ISIS, oh ISIS – What drives us to you is what drives us insane: In Reuters, Middle East expert Andrew Bacevich has some serious doubts about a military solution to the newest Big Bad (who, let’s remember, are a threat at all precisely because of all the weapons we’ve already dumped in the area — Gee, it’s almost like our always getting involved makes everything worse.) “Rudderless and without a compass, the American ship of state continues to drift, guns blazing.”

He’s not alone. While they’ve been highly complicit in the collective freak-out over the past few weeks, the media — as welcome returning blogger Dan Froomkin notes — are starting to get skeptical too. “Allam notes that Yemen and Somalia are hardly examples of success; that the new Iraqi government is hardly ‘inclusive’; that training of Iraqi soldiers hasn’t worked in the past; that in Syria it’s unclear which ‘opposition’ Obama intends to support; and that it may be too late to cut off the flow of fighters and funds.”

Keeping in mind that Obama himself seems to think this is all a terrible idea, let’s recall what we’re really dealing with here, via the very worthwhile “War Nerd,” Gary Brecher: “ISIS, compared to any of the groups on that list, is about as scary as your neighbor’s yappy Shih Tzu: all noise and no teeth. Let’s just sober up, for Christ’s sake, and remember we’re talking about a half-assed Sunni militia that couldn’t face up to Assad’s mediocre Syrian Arab Army and still hasn’t found a way to occupy Sunni Iraqi towns that were outright abandoned by the Army, left totally undefended.”

Along the same lines, see Brecher on ISIS’s initial advance back in June:

“Actually, topography has everything to do with what’s gone well or badly for ISIS. in this latest push. If you know the ethnic makeup of the turf they’ve taken, their ‘shocking gains’ don’t seem so shocking, or impressive. After all, we’re talking about a mobile force — mounted on the beloved Toyota Hilux pickup truck, favorite vehicle of every male in the Middle East — advancing over totally flat, dry ground in pursuit of a totally demoralized opponent. In that situation, any force could take a lot of country very quickly…So this isn’t the second coming of Erwin Rommel by any means. Everything has conspired to push the Sunni advance, from the lousy opponent they’re up against to the terrain, which is a light mechanized commander’s dream.

Flat and dry is how a mechanized force commander wants his ground — and believe me, you haven’t seen flat and dry until you get to Iraq. Once you’re south of the Kurdish mountains, you’re on a dried mudflat…This is, after all, Mesopotamia, a land literally built by the sediment of the Euphrates and Tigris. It’s river mud, but nice and dry because very little rain falls,..On ground like that, any force with good morale and enough fuel could advance as quickly as the Sunni have. It’s the Bonneville Salt Flats of insurgency, the place you go to set new speed records.”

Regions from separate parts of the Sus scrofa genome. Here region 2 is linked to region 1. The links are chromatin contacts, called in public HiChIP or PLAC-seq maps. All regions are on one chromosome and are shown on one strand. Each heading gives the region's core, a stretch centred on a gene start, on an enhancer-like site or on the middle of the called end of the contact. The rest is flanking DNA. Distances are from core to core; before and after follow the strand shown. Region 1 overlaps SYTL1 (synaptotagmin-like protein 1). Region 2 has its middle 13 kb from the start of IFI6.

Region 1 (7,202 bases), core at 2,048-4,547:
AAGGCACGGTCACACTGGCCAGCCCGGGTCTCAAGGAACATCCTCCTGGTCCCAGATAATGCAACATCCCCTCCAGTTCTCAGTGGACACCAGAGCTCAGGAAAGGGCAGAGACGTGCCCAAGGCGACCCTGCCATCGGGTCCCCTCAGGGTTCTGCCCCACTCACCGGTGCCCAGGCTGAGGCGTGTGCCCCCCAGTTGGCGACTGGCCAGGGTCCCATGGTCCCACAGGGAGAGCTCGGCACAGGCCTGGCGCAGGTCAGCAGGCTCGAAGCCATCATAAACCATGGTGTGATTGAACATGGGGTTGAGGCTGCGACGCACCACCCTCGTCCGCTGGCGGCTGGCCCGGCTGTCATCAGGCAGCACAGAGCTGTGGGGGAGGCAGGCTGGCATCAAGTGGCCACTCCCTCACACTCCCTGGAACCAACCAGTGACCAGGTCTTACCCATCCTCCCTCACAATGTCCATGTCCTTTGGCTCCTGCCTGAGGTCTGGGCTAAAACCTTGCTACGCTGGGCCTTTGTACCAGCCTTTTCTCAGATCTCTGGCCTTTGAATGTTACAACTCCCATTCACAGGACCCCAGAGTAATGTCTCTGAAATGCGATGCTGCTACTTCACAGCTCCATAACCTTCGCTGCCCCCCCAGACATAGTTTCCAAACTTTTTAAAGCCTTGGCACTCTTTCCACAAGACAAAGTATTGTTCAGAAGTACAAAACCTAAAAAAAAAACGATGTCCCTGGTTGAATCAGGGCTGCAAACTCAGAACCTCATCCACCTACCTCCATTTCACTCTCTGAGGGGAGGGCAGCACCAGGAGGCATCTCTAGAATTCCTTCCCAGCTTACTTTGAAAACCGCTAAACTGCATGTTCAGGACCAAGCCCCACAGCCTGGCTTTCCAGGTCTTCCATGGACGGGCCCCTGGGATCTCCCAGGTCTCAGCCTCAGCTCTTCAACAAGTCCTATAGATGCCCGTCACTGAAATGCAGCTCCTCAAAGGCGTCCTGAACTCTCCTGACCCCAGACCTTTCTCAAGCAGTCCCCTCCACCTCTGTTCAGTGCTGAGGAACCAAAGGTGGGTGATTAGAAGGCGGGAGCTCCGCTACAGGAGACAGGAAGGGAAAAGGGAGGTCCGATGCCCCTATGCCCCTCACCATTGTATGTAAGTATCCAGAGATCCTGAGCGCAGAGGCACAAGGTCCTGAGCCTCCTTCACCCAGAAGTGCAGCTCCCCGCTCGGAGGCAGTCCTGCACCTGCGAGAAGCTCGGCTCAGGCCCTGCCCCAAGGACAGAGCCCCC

The point being, we have to stop losing our minds and letting a hysterical media and the same gaggle of Neocon pricks who’ve been wrong about everything for two decades get us involved in every opportunity to make war in the Middle East. Are ISIS a bunch of Bad Men? Undoubtedly. But that doesn’t make them an existential threat to the republic. So how about we all take a deep breath before, yet again, expending ever more blood and treasure in the region?

No Labels — Only Roadkill.

It was the dream of a bunch of wealthy and bored coastal elites who’d determined that the biggest problem facing America was ‘partisanship,’ and that the answer was to give up ‘ideology’ and instead pursue a ‘centrist’ agenda composed mainly of moderately conservative budget reforms and gimmicky demonstrations of bipartisan comity. The fact that ‘centrism’ itself is as much an ideology as liberalism or conservatism didn’t matter – the cause was righteous, and the donations were plentiful.”

Building on this recent piece by Meredith Shiner, Simon Maloy eviscerates the quintessentially Beltway idiocy of No Labels. “Their stated intention is to be high-minded ‘problem solvers’ in Washington who will cut through the gridlock, but most of what they do is silly and self-defeating, and most of the money they raise is spent on promoting themselves.”

See also this worthwhile May 2012 post at Driftglass, where I found the handy historical graph above: “The Big Lie of Centrism is the Magic Lie. The Philosopher’s Stone of lies which has transmuted dozens of mediocre hacks into Very Wealthy and Serious Persons…The Maginot Line of the Beltway Media can withstand any assault as long the Big Lie of Centrism remains intact.”